Mini Paris Roubaix – the kids cobbled Spring Classic
Each year the Lille Metropole cycling club organises a children’s version of the iconic Spring classic, the Paris-Roubaix. Infamous as the oldest and probably toughest one-day cycle race in the world, so the kids are in for quite an experience.
The course used is the same as the final 30km of the adult race, using notorious Pave sectors like the Carrefour d’Larbre and finishing in the historic Roubaix Velodrome.
Essentially, all age groups had the same start time of 2.30pm, but at different location on the same closed-road course, the younger the age group, the closer their start location was to the finish. This results in a fantastic atmosphere in the Velodrome as each age group arrives in relatively close proximity, the action is thick and fast.
Age Groups (2017):
Prélicence (1 Km race distance) using 5.6m rollout, born 2011
Poussin (5 Km race distance) using 5.6m rollout, born 2009 & 2010
Pupille (10 Km race distance) using 5.6m rollout, born 2007 & 2008
Benjamin (15 Km race distance) using 6.4m rollout, born 2005 & 2006
Minime (30 Km race distance) using 7.01m rollout, born 2003 & 2004
Signing-on opened at 10am in the Velodrome with big queues forming beforehand. It’s a big race, with 640 entries in 2017 for the age groups effectively covering U8 to U14.
Despite the numbers involved, sign-on was surprisingly well organised, controlled and efficient, as was the whole event. Each rider receiving their goodie bag with bike/jersey numbers etc
Individual grids are big, over 200 riders in some age groups. Still very big in the younger groups- 136 in the 2017 ‘Pupilles’ (U10’s). Signing-on employed a separate queue system and location for each age group. These sizeable grids on closed-roads can be a little intimidating for some.
As the course is the same each year, it was easy to plot the route in advance so we could give our kids the chance to ride their course the day before. Having not raced on Pave before, it was a sensible move. Previous experience will play its part (especially in the older groups) as will Lady Luck!
We recce’d the course the day before, with road markings already in place to signify the start and finish of each age groups ‘neutralised’ zones, helping to confirm we we on the right route!
So back to race day and with all the numbers attached, the fun logistics was about to start. Like many families, we had several competing. We had our 3 kids in 3 different age groups, all starting at the same time, miles apart. Twins or Triplets would have been good here. 5-year old Cameron started just outside the Velodrome for the ‘Pre-License’ race, 7-year old Fraser started 5km out for the ‘Poussins’ race and 9-year old Connor started 10km out for the ‘Pupilles’ race.
With Mum staying with the youngest, Dad cycled with the older two out to the 9-year old’s start village approx 10km out (leaving him under the watchful eye of a very helpful Hillingdon Slipstreamer Mum!) before cycling back 5km to the 7-year old’s start location.
It’s worth noting that there is a fair amount of waiting around at the start (with high temperatures in 2017) so hydration a consideration. However, bottles/bidons are banned from the competitors bikes, due to the risk of coming loose and causing an accident on the cobble sections.
The commaissare of the U8 ‘Poussin’ race decided to do gear checks at this point, which made the waiting round a bit easier. 5.6m is a big gear at this age, much bigger than BC’s 5.1m.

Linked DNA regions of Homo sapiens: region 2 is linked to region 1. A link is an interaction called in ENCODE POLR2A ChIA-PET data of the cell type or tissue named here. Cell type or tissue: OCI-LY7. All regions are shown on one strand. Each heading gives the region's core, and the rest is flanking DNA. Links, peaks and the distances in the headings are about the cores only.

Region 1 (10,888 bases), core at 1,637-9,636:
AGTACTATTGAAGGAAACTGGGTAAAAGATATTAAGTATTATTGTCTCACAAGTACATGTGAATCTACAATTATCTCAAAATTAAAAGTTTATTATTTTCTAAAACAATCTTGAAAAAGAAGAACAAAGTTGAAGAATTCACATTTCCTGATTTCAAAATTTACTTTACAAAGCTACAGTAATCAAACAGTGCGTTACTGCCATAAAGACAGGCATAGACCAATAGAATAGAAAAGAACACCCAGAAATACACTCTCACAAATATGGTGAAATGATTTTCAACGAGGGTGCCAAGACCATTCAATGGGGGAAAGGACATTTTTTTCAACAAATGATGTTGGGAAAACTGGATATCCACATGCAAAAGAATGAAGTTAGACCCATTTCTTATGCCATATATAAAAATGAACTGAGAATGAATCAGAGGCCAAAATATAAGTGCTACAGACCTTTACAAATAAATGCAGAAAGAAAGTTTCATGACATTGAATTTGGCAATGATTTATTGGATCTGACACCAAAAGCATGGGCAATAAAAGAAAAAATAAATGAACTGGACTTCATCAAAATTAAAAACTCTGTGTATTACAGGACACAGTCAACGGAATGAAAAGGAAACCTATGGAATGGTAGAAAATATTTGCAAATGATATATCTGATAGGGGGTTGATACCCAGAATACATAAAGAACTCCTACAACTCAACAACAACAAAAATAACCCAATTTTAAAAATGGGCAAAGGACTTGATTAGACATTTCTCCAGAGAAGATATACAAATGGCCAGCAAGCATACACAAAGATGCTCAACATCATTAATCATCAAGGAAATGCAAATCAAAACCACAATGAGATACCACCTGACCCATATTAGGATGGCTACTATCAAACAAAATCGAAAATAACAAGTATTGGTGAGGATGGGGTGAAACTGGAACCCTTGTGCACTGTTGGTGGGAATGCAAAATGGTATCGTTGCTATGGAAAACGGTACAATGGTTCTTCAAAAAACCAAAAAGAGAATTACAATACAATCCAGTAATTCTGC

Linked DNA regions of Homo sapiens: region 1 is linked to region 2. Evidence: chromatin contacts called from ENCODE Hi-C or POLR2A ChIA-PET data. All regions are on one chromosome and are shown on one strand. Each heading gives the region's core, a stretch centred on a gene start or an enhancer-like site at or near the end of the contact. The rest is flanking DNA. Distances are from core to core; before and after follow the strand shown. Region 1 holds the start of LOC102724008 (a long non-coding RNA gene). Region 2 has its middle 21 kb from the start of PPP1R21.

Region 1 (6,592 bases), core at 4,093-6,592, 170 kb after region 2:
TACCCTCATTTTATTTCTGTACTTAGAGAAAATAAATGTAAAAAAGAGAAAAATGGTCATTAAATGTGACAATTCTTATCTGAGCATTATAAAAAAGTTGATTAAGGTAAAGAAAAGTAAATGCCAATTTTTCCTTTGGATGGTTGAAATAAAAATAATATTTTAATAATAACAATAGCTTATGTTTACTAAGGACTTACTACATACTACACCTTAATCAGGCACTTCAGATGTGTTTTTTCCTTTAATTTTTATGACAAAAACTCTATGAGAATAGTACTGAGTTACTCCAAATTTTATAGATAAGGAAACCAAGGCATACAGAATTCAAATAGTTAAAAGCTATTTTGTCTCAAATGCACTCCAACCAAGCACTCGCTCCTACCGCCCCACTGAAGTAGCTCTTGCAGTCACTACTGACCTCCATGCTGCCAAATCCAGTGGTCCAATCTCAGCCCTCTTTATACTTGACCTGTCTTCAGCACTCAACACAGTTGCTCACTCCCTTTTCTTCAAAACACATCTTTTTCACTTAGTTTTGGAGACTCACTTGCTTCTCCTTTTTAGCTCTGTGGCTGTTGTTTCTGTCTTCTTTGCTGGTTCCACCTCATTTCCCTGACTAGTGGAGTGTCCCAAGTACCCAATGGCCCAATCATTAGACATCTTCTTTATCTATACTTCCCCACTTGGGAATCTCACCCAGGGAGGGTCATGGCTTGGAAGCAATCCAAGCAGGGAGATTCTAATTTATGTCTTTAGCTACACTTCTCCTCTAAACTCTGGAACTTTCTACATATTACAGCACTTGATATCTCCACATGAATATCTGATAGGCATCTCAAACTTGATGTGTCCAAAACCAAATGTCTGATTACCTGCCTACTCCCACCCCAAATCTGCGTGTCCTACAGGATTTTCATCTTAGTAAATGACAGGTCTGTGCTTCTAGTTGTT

At just before 2.30pm the motorbikes formed up to lead out each age group through their respective neutralised sections, then the race was on! Expect fast and frantic in all age groups, this is competitive, flat out to the Velodrome!
Irrespective of where they finish, this is above all else fantastic experience of racing abroad, closed-roads, bunch racing and cobbles. The carnival atmosphere of the Velodrome is the icing on the cake, especially when the UCI U23’s race arrives a short time after the kids race ends, with Bradley Wiggins aboard the Team Wiggins support car!
How our first-timers got on…
Our 3 boys loved it. Not everything went to plan though (this is racing after all)…
Connor was brought down on the Pave by the rider in front falling, then hit by the rider behind, got going again but couldn’t catch the lead group well up the road by now, finished 24th/136 in the U10 ‘Pupilles’ and a bit disappointed to not be with the lead group.
Tiny Fraser managed 11th/58 in the U8 ‘Poussins’ on his 20″ wheels against “…all those 700c bikes Dad!” despite accidentally putting his big brother’s shoes on, just the 3 sizes too big!
Little Cameron was also 11th/22 in the U6 ‘Pre-License’ category and was over the moon. In conclusion, despite the issues, all 3 boys want to do it again, so it looks like a success.
More kids from the UK had some great rides on the day, notably Finlay Storrie (Maindy Flyers) 2nd ‘Poussin’, Joe O’Brien (Zappi’s RT) 1st ‘Benjamin’ and Jack Brough (MI Racing Academy) a very close 2nd ‘Minime’. Some big results considering how few U.K. riders entered.
Run over the May Bank Holiday, makes it an easy event to enter and at just over an hour from Calais – it could be done in a day trip, if you’re based in the south of England. Camping in the local area is limited. We stayed 20 minutes south. Roubaix itself isn’t the nicest of towns, so be careful with security.
Other considerations would be: choice of bike, wheels, tyres and pressures. Riders are not allowed to race with bottles/bidons in cages on the bike. Gridding on the start line was by competitor number, so an early entry helps.
Was it over competitive. Almost certainly. The French parents do get seriously ‘excited’. Important to take it all with a pinch of salt. Still great experience for the kids, and an insight into just what lies ahead for those harbouring ambitions of more serious racing on the continent.
Just try getting them off that Velodrome!